At the moment I think trying to get thyroid gold from the US is going to be my best / least expensive option, assuming of course it will get through customs.

    I'm only a drop in patient at the moment and all of the Drs I've researched that are open to NDT seem to not be taking patients or have a very long waiting list and a very large fee for their services which I'm not sure is justified given the reviews they have got from patients.

  • Where do you live in Canada? If you live in the toronto area and are willing to pay for some blood work, there is a doctor whose reputation for helping people with thyroid issues is excellent. She will prescribe you erfa. Problem is might take few months to make an appointment. I, myself, am waiting to finally see her at the end of December. If you want to get a list of doctors in Canada, especially Ontario, you can check Facebook page for Canada thyroid group. They are very helpful.

  • Hi, thanks for responding. I'm in Toronto. I am a member of a local Facebook group (FTPO) that has a list of doctors which I am looking at, the problem is a lot of them aren't taking new patients or will only take in family members of existing patients. I'd be interested in any contacts you might be able to provide though.

  • Check for dr Andrew kiellerman. He has a clinic in Mississauga. He charges though $250 for 1 hour and when I went with his blood work requisition to the dynacarelab, they quoted me close to $500, which I can't afford :(

    Hope it works for you.

    Otherwise, check the support group : Canadian thyroid support group from Facebook.

  • Thanks for the tip - lack of $ is an issue for me too ... Can't help but feel there is a bit of price gouging going on in some quarters.

  • I agree with you. As part of my regular check up, I also had to fork $76 in order to get my d3 and reverse t3 tested. Awaiting for results.

  • Try Nature throid. I live in the US. This made a huge difference for me.

    Good luck,

    Mary

  • I also had concerns about Synthroid ingredients. I decided to use Levoxyl (by King Pharmaceuticals; now owned by Pfizer) because they declare it is gluten free. From a letter King sent me, ingredients are: levothyroxine sodium, croscarmellose sodium, magnesium stearate, microcrystalline cellulose. Levoxyl is distributed in the US, so I can't imagine why it would not be available in Canada.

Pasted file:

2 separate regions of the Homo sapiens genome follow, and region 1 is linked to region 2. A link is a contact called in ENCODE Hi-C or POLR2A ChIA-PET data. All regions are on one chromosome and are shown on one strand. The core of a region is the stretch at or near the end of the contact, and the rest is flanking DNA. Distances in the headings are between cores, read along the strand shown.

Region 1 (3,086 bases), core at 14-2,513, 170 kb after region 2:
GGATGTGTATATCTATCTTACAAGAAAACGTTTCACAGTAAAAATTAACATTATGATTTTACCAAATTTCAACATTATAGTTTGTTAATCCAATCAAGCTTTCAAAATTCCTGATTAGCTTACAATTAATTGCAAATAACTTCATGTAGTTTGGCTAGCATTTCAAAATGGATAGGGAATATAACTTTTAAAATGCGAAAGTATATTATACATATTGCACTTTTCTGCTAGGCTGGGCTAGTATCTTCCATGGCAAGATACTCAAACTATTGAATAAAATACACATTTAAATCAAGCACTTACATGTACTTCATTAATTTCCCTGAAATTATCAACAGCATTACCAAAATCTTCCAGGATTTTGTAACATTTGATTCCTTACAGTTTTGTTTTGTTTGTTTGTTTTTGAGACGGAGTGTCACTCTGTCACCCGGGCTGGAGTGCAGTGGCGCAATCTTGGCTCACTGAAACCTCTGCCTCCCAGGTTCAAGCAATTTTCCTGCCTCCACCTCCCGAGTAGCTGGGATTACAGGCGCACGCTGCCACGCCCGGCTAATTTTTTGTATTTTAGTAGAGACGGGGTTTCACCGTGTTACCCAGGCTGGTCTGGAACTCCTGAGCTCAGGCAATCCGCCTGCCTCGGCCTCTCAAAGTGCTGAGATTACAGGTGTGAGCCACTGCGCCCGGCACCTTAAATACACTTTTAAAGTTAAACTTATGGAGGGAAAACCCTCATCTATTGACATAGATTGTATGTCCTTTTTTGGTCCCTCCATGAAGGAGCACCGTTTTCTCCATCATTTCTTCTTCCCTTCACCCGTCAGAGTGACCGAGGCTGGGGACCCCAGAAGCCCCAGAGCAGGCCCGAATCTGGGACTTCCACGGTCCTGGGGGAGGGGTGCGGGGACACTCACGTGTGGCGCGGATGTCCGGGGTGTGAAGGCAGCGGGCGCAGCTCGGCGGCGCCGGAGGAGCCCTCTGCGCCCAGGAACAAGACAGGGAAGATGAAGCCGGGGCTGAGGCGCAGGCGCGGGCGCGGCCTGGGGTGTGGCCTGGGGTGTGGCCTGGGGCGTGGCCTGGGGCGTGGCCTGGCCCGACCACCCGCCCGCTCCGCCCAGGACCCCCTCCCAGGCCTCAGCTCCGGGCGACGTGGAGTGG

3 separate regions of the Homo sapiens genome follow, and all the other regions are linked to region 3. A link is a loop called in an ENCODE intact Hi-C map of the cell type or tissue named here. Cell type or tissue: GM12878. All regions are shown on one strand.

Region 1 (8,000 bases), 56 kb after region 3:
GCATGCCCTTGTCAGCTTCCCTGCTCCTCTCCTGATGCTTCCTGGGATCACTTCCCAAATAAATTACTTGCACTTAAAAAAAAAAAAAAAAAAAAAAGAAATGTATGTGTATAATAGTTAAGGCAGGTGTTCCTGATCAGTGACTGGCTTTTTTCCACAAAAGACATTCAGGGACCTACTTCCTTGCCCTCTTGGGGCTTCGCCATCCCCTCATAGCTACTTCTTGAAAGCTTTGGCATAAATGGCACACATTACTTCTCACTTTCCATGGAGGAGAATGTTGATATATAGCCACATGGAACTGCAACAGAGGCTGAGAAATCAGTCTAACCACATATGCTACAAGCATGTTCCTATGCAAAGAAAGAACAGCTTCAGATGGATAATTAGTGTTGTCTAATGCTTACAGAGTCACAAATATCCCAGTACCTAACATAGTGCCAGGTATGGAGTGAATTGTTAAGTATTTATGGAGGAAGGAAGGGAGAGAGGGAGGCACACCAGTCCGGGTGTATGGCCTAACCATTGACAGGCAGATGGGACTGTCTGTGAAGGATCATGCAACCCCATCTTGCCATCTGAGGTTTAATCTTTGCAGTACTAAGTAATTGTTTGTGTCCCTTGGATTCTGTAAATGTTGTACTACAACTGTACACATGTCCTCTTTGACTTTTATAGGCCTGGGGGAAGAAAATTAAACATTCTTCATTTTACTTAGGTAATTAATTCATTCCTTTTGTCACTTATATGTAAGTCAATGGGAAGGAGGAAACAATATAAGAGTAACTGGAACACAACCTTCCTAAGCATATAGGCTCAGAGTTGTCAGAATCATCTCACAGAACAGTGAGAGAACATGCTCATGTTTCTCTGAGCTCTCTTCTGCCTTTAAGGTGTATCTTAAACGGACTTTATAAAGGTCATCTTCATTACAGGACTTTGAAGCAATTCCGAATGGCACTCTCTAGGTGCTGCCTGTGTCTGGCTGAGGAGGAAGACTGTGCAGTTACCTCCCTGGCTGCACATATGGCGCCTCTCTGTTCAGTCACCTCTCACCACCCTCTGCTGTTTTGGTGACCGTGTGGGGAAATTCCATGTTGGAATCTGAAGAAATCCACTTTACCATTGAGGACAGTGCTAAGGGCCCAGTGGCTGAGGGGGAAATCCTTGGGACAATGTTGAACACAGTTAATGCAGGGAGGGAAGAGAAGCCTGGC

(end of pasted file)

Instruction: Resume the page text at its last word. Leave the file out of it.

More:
• P.S.: regarding Levoxyl, most strengths contain artificial color. I use 1.5 tablets of the 50mcg strength, which is white (does not contain color).

  • Thanks for your response. I've been to a couple of different pharmacies and both only offered Synthroid or eltroxin. I've seen since that others have had to ask pharmacies to buy in other brands for them specifically so that's another option I need to explore.

  • I lost my reply.

    I am now on Wockhardt, seems a better quality product.

    You ll get there, definitely research the fillers/binders.

    I would never 'trust' over the counter items in a different country.

    All the best.

  • If your FT3 is high it may indicate that you are pooling or converting excess T4 into RT3 - reverse T3, which will bind to the sites on the cell that T3 binds with, thus preventing your cells from using the T3 so it is building up. As far as Sythroid is concerned I think it is evil! No one I know has ever done well on it and find that if they switch to a natural dessicated thyroid like Armour or WP (WP has the least fillers in it), they do much better because they have all the T4 T3 etc. in it and your body doesn't have to convert. So if you have conversion problems, which it doesn't look like you do, it, NDT, will work better. You might like to get the book; STTM - Stop The Thyroid Maddness and read it for a more thorough explanation. Note: there are two NDT meds that are marketed that sound the same; WP which stands for Weston Price and another one called Westhroid. WP only has 2 fillers in it, which you can google to read up on.

  • It' s very possible that now that your thyroid is within normal range your allergies are acting up. Histamine, the chemical responsible for allergies is Isuppressed in . hypothyridism.

    I am experiencing the same problem.